greatstuff like always sonnon, i love your material ,soon iwill get your grapplerstoolbox dvd,,what else do you recommend for S&C for grapplers
I changed the way I do turkish get-ups due to the fact that when I use the "shin-roll" technique, my knees pop and grind and I have a general discomfort. This is not something that I feel can be fixed by simply strengthening my knees. Am I wrong?
Ideologic, that's not wrong. Go with your intuition and check with your doc.
The trademarked model for developing my "personalized peak performance periodized portfolio" (alliteration this complex is just annoying, rather than easily memorized, which is it's purpose IMHO), looks suspiciously familiar. Reminds me of when Rooney ripped off the same pyramid, and said it was a "revolution," for mixed martial arts. LOL!
Rooney refers back to Tudor Bompa's Training Factors Pyramid though. At least he did in the articles I have seen.
Why would you recommend NOT doing snatches?
What the hell are you talking about? Who mentioned Taku?
I'll grant that i only read the book once, but i read that part fairly closely and dont remember him referencing bompa at all. At least he does in his articles...?
-Doug-, alliteration aside, in my book on the subject (Three-Dimensional Performance Pyramid) and in my first book on Circular Strength Training, I attribute and cite one of my main influences for the Training Hierarchy Pyramid to Tudor Bompa. Its usage, format and inclusion in the overall (3d pyramid) are different for me than Bompa's. There's a graphic tutorial on my website if you're interested in learning more about it. If this is just another hate thread, well... slag on. No one's forcing you to read my free tutorials.
Good to see he cites Bompa in the article. I didn't see the citing in the book, but i certainly hope it's there. The lack of citation and blantant misunderstanding of the pyramid (from my POV at least, for what it's worth) turned me off of Rooney's work entirely, and after a thorough reading of the book i've completely ignored him ever since.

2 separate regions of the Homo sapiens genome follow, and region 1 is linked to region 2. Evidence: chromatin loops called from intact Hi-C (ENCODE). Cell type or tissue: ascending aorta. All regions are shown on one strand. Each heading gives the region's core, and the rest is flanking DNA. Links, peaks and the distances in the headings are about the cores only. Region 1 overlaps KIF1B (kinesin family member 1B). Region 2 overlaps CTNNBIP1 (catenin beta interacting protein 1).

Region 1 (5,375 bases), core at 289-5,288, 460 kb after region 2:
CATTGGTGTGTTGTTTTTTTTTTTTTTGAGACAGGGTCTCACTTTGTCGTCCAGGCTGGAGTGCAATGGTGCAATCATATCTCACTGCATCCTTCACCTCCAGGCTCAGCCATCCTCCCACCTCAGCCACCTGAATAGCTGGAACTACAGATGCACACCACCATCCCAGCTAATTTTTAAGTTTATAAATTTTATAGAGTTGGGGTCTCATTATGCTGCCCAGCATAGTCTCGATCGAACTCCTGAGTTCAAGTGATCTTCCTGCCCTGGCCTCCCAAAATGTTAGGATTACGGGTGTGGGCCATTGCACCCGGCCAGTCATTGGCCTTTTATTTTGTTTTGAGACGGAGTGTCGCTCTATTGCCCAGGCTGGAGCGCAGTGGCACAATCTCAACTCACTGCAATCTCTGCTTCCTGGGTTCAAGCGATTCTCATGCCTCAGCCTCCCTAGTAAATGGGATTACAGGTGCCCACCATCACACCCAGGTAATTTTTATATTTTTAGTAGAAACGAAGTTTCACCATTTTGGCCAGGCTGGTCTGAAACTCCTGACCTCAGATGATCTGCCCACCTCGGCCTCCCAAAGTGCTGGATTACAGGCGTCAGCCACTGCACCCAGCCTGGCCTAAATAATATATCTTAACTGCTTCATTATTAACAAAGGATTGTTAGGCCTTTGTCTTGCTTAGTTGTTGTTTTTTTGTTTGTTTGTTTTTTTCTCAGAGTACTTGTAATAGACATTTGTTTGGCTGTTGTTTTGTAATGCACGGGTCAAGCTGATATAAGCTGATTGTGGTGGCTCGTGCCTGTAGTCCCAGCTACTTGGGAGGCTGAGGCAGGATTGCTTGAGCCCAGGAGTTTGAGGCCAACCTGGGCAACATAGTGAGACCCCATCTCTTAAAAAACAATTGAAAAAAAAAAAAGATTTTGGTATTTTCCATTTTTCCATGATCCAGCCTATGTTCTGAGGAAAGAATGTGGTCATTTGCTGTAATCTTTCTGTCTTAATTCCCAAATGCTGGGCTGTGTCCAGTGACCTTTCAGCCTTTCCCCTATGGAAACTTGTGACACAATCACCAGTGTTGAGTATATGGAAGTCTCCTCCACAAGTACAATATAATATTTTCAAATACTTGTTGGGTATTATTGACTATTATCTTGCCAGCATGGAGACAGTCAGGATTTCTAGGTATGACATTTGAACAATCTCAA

Thanks for taking the time to link me.
Nice interview on Jason's website. I enjoyed it.
"I attribute and cite one of my main influences for the Training Hierarchy Pyramid to Tudor Bompa"
Good to see you citing your sources for unoriginal content, albiet modified. However, i missed the citing in the one bit of your material that i have read. I don't think it's being on a limb to state that there's no err of mine. As such i don't implicate an err on your part either.
"There's a graphic tutorial on my website if you're interested in learning more about it."
I am. Bompa's pyramid needs greater developement, and i've worked with Taku and others on this very forum to do just that, and with some excellent progress if i do so humbly boast. I'll take a look at your work.
"If this is just another hate thread, well... slag on. No one's forcing you to read my free tutorials."
All i said about your pyramid was that it was "suspiciously familiar." You have confirmed my inquiry, as Bompa's pyramid is quite familiar to me. I don't expect anyone to cite modified content excessively. There is no need to become defensive or insult me. If i hated the thread i would not have responded to it. I would have deleted it.
Go to google images and type in "training pyramid." You'll get a lot back. Mostly from the business world but there are others from our field as well.
I meant i would check out Sonnon's version. I am quite familiar with the training factors pyramid. In fact, i'd say that the vast majority of my theory is based either explicitly or implicitly on the pyramid.
missing vid on Sonnon's link :(
why not snatches? anyone have a minute to respond to this?
I partially agree with Scott, Kettlebell Snatches can do quite a number on your wrist and palm. This is one great reason to search down a qualified coach.
We teach a kettlebell Snatch variation called The Short Snatch, you can see our tutorial here:
Shoot me an email at firstname.lastname@example.org. I'm heading over to our annual camp in TN and then off to Australia to open two new gyms.
It's as Paul and Jason say, there's a long learning curve to develop snatches which don't bruise your forearms, strain your wrists and rip your palms. Most fighters don't want to take the time to learn a complex technique and want to get right to metabolic conditioning. If I include a snatch in my fighter's diet, it's after two prior cycles, first of the swing and then of the jerk. Combined, the movements form the motor template for the full snatch.
Jason's short snatch is a good alternative, and can be implemented much faster than the full snatch.
Please keep me updated on your progress with it!